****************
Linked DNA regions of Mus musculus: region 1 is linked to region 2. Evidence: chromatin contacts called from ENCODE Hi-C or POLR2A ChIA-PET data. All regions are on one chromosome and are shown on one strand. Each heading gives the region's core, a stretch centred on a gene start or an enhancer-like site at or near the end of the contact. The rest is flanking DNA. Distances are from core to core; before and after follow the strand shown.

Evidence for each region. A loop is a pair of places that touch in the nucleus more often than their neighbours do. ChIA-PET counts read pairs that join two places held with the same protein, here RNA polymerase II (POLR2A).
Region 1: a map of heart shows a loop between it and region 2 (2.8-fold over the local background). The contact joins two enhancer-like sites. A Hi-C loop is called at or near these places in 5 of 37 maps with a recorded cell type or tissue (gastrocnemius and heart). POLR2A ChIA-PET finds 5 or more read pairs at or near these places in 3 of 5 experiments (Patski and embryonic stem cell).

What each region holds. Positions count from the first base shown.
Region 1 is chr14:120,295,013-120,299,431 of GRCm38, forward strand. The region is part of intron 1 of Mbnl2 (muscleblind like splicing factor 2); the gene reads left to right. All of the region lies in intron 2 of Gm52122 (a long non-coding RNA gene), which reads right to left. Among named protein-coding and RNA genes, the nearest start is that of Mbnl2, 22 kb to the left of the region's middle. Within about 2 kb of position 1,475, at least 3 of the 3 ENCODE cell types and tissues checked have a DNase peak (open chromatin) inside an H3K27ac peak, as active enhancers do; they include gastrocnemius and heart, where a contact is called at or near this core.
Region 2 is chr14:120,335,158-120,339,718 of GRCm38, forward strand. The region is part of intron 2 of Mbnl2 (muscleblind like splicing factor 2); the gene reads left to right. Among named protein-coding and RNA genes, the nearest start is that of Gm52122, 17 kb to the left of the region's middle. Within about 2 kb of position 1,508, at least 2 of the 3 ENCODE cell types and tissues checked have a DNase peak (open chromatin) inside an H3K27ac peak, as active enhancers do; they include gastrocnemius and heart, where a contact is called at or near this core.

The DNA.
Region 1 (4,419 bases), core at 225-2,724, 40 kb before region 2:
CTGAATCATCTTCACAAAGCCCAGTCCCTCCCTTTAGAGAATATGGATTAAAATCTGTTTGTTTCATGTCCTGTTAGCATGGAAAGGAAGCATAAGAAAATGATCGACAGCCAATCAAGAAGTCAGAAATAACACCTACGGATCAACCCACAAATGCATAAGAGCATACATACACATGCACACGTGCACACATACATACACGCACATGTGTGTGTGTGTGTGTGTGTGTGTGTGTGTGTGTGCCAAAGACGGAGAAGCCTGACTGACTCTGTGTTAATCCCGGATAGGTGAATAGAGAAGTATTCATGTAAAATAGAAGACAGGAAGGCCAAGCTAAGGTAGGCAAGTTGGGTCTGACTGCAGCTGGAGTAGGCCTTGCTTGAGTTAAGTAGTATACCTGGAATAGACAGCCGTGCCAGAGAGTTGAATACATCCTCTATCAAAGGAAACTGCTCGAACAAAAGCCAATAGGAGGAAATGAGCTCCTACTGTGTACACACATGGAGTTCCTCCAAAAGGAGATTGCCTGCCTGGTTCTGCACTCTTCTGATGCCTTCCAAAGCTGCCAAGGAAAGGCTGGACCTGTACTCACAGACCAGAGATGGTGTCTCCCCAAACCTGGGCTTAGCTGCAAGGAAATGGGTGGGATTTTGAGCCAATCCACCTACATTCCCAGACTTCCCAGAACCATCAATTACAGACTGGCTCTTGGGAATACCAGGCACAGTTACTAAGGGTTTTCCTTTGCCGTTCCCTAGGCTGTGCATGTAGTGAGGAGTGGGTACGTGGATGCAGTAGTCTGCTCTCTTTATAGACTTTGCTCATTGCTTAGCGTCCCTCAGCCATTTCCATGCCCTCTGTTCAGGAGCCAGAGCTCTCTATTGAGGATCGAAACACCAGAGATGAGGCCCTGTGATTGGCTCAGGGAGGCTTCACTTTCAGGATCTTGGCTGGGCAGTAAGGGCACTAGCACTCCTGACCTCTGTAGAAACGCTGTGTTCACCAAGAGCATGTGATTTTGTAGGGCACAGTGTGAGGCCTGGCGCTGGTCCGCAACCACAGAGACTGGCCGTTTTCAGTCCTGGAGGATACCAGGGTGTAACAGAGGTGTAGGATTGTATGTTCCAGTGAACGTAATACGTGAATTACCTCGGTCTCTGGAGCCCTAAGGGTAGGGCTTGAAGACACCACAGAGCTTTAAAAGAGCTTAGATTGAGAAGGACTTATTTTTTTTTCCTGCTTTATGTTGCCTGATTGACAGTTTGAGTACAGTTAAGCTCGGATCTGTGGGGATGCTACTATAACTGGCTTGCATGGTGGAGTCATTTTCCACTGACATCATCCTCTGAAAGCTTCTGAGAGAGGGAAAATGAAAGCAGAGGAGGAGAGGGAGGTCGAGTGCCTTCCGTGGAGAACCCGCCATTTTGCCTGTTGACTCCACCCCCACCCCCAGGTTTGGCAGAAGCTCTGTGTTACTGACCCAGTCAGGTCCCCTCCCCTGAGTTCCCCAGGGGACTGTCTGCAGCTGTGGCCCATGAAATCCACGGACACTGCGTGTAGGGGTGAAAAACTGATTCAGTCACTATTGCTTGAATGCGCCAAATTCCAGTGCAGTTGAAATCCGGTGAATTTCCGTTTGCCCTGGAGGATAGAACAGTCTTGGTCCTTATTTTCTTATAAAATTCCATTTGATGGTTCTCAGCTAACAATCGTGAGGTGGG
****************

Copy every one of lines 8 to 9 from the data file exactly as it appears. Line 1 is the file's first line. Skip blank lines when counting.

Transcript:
Region 1 (4,419 bases), core at 225-2,724, 40 kb before region 2:
CTGAATCATCTTCACAAAGCCCAGTCCCTCCCTTTAGAGAATATGGATTAAAATCTGTTTGTTTCATGTCCTGTTAGCATGGAAAGGAAGCATAAGAAAATGATCGACAGCCAATCAAGAAGTCAGAAATAACACCTACGGATCAACCCACAAATGCATAAGAGCATACATACACATGCACACGTGCACACATACATACACGCACATGTGTGTGTGTGTGTGTGTGTGTGTGTGTGTGTGTGCCAAAGACGGAGAAGCCTGACTGACTCTGTGTTAATCCCGGATAGGTGAATAGAGAAGTATTCATGTAAAATAGAAGACAGGAAGGCCAAGCTAAGGTAGGCAAGTTGGGTCTGACTGCAGCTGGAGTAGGCCTTGCTTGAGTTAAGTAGTATACCTGGAATAGACAGCCGTGCCAGAGAGTTGAATACATCCTCTATCAAAGGAAACTGCTCGAACAAAAGCCAATAGGAGGAAATGAGCTCCTACTGTGTACACACATGGAGTTCCTCCAAAAGGAGATTGCCTGCCTGGTTCTGCACTCTTCTGATGCCTTCCAAAGCTGCCAAGGAAAGGCTGGACCTGTACTCACAGACCAGAGATGGTGTCTCCCCAAACCTGGGCTTAGCTGCAAGGAAATGGGTGGGATTTTGAGCCAATCCACCTACATTCCCAGACTTCCCAGAACCATCAATTACAGACTGGCTCTTGGGAATACCAGGCACAGTTACTAAGGGTTTTCCTTTGCCGTTCCCTAGGCTGTGCATGTAGTGAGGAGTGGGTACGTGGATGCAGTAGTCTGCTCTCTTTATAGACTTTGCTCATTGCTTAGCGTCCCTCAGCCATTTCCATGCCCTCTGTTCAGGAGCCAGAGCTCTCTATTGAGGATCGAAACACCAGAGATGAGGCCCTGTGATTGGCTCAGGGAGGCTTCACTTTCAGGATCTTGGCTGGGCAGTAAGGGCACTAGCACTCCTGACCTCTGTAGAAACGCTGTGTTCACCAAGAGCATGTGATTTTGTAGGGCACAGTGTGAGGCCTGGCGCTGGTCCGCAACCACAGAGACTGGCCGTTTTCAGTCCTGGAGGATACCAGGGTGTAACAGAGGTGTAGGATTGTATGTTCCAGTGAACGTAATACGTGAATTACCTCGGTCTCTGGAGCCCTAAGGGTAGGGCTTGAAGACACCACAGAGCTTTAAAAGAGCTTAGATTGAGAAGGACTTATTTTTTTTTCCTGCTTTATGTTGCCTGATTGACAGTTTGAGTACAGTTAAGCTCGGATCTGTGGGGATGCTACTATAACTGGCTTGCATGGTGGAGTCATTTTCCACTGACATCATCCTCTGAAAGCTTCTGAGAGAGGGAAAATGAAAGCAGAGGAGGAGAGGGAGGTCGAGTGCCTTCCGTGGAGAACCCGCCATTTTGCCTGTTGACTCCACCCCCACCCCCAGGTTTGGCAGAAGCTCTGTGTTACTGACCCAGTCAGGTCCCCTCCCCTGAGTTCCCCAGGGGACTGTCTGCAGCTGTGGCCCATGAAATCCACGGACACTGCGTGTAGGGGTGAAAAACTGATTCAGTCACTATTGCTTGAATGCGCCAAATTCCAGTGCAGTTGAAATCCGGTGAATTTCCGTTTGCCCTGGAGGATAGAACAGTCTTGGTCCTTATTTTCTTATAAAATTCCATTTGATGGTTCTCAGCTAACAATCGTGAGGTGGG